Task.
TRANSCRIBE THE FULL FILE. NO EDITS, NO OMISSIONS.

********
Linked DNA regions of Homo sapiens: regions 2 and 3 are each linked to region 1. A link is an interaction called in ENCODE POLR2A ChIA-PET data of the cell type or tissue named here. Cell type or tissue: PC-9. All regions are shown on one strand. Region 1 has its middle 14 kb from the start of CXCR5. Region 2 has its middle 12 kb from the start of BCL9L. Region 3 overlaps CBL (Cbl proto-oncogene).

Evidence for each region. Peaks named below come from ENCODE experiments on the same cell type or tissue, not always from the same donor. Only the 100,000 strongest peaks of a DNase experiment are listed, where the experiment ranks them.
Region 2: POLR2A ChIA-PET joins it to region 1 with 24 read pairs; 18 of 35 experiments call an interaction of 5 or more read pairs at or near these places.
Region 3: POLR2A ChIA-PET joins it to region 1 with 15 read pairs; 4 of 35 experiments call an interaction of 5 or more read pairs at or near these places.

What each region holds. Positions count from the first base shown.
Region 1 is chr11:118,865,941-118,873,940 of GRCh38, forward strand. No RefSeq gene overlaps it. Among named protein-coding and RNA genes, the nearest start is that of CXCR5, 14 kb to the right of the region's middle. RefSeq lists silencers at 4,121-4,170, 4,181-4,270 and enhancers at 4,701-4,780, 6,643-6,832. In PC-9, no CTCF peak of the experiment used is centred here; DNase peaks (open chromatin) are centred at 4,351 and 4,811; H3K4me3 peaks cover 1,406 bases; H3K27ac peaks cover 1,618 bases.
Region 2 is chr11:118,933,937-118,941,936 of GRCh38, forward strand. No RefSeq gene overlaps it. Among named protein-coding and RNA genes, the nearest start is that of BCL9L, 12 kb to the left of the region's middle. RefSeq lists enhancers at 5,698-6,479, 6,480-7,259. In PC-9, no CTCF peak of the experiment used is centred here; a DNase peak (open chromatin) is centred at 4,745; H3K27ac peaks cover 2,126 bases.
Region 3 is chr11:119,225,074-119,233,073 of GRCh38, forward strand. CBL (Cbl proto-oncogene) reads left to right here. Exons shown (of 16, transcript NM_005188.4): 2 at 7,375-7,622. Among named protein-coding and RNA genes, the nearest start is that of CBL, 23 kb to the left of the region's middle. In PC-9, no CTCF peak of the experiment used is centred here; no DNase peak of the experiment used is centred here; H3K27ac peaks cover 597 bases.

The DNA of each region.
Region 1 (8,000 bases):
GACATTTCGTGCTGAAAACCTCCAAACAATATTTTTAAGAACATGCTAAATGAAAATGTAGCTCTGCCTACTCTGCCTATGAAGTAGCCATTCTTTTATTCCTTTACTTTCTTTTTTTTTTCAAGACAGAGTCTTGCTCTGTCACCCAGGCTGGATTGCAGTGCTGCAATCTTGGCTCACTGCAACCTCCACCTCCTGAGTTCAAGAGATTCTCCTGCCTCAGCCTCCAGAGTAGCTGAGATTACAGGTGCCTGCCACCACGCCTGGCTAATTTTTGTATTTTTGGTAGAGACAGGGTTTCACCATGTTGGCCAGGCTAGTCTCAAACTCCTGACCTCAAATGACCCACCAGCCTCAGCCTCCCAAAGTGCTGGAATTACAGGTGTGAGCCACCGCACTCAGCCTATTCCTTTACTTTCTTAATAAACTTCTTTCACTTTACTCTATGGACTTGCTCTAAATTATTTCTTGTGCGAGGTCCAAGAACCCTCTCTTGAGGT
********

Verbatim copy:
Linked DNA regions of Homo sapiens: regions 2 and 3 are each linked to region 1. A link is an interaction called in ENCODE POLR2A ChIA-PET data of the cell type or tissue named here. Cell type or tissue: PC-9. All regions are shown on one strand. Region 1 has its middle 14 kb from the start of CXCR5. Region 2 has its middle 12 kb from the start of BCL9L. Region 3 overlaps CBL (Cbl proto-oncogene).

Evidence for each region. Peaks named below come from ENCODE experiments on the same cell type or tissue, not always from the same donor. Only the 100,000 strongest peaks of a DNase experiment are listed, where the experiment ranks them.
Region 2: POLR2A ChIA-PET joins it to region 1 with 24 read pairs; 18 of 35 experiments call an interaction of 5 or more read pairs at or near these places.
Region 3: POLR2A ChIA-PET joins it to region 1 with 15 read pairs; 4 of 35 experiments call an interaction of 5 or more read pairs at or near these places.

What each region holds. Positions count from the first base shown.
Region 1 is chr11:118,865,941-118,873,940 of GRCh38, forward strand. No RefSeq gene overlaps it. Among named protein-coding and RNA genes, the nearest start is that of CXCR5, 14 kb to the right of the region's middle. RefSeq lists silencers at 4,121-4,170, 4,181-4,270 and enhancers at 4,701-4,780, 6,643-6,832. In PC-9, no CTCF peak of the experiment used is centred here; DNase peaks (open chromatin) are centred at 4,351 and 4,811; H3K4me3 peaks cover 1,406 bases; H3K27ac peaks cover 1,618 bases.
Region 2 is chr11:118,933,937-118,941,936 of GRCh38, forward strand. No RefSeq gene overlaps it. Among named protein-coding and RNA genes, the nearest start is that of BCL9L, 12 kb to the left of the region's middle. RefSeq lists enhancers at 5,698-6,479, 6,480-7,259. In PC-9, no CTCF peak of the experiment used is centred here; a DNase peak (open chromatin) is centred at 4,745; H3K27ac peaks cover 2,126 bases.
Region 3 is chr11:119,225,074-119,233,073 of GRCh38, forward strand. CBL (Cbl proto-oncogene) reads left to right here. Exons shown (of 16, transcript NM_005188.4): 2 at 7,375-7,622. Among named protein-coding and RNA genes, the nearest start is that of CBL, 23 kb to the left of the region's middle. In PC-9, no CTCF peak of the experiment used is centred here; no DNase peak of the experiment used is centred here; H3K27ac peaks cover 597 bases.

The DNA of each region.
Region 1 (8,000 bases):
GACATTTCGTGCTGAAAACCTCCAAACAATATTTTTAAGAACATGCTAAATGAAAATGTAGCTCTGCCTACTCTGCCTATGAAGTAGCCATTCTTTTATTCCTTTACTTTCTTTTTTTTTTCAAGACAGAGTCTTGCTCTGTCACCCAGGCTGGATTGCAGTGCTGCAATCTTGGCTCACTGCAACCTCCACCTCCTGAGTTCAAGAGATTCTCCTGCCTCAGCCTCCAGAGTAGCTGAGATTACAGGTGCCTGCCACCACGCCTGGCTAATTTTTGTATTTTTGGTAGAGACAGGGTTTCACCATGTTGGCCAGGCTAGTCTCAAACTCCTGACCTCAAATGACCCACCAGCCTCAGCCTCCCAAAGTGCTGGAATTACAGGTGTGAGCCACCGCACTCAGCCTATTCCTTTACTTTCTTAATAAACTTCTTTCACTTTACTCTATGGACTTGCTCTAAATTATTTCTTGTGCGAGGTCCAAGAACCCTCTCTTGAGGT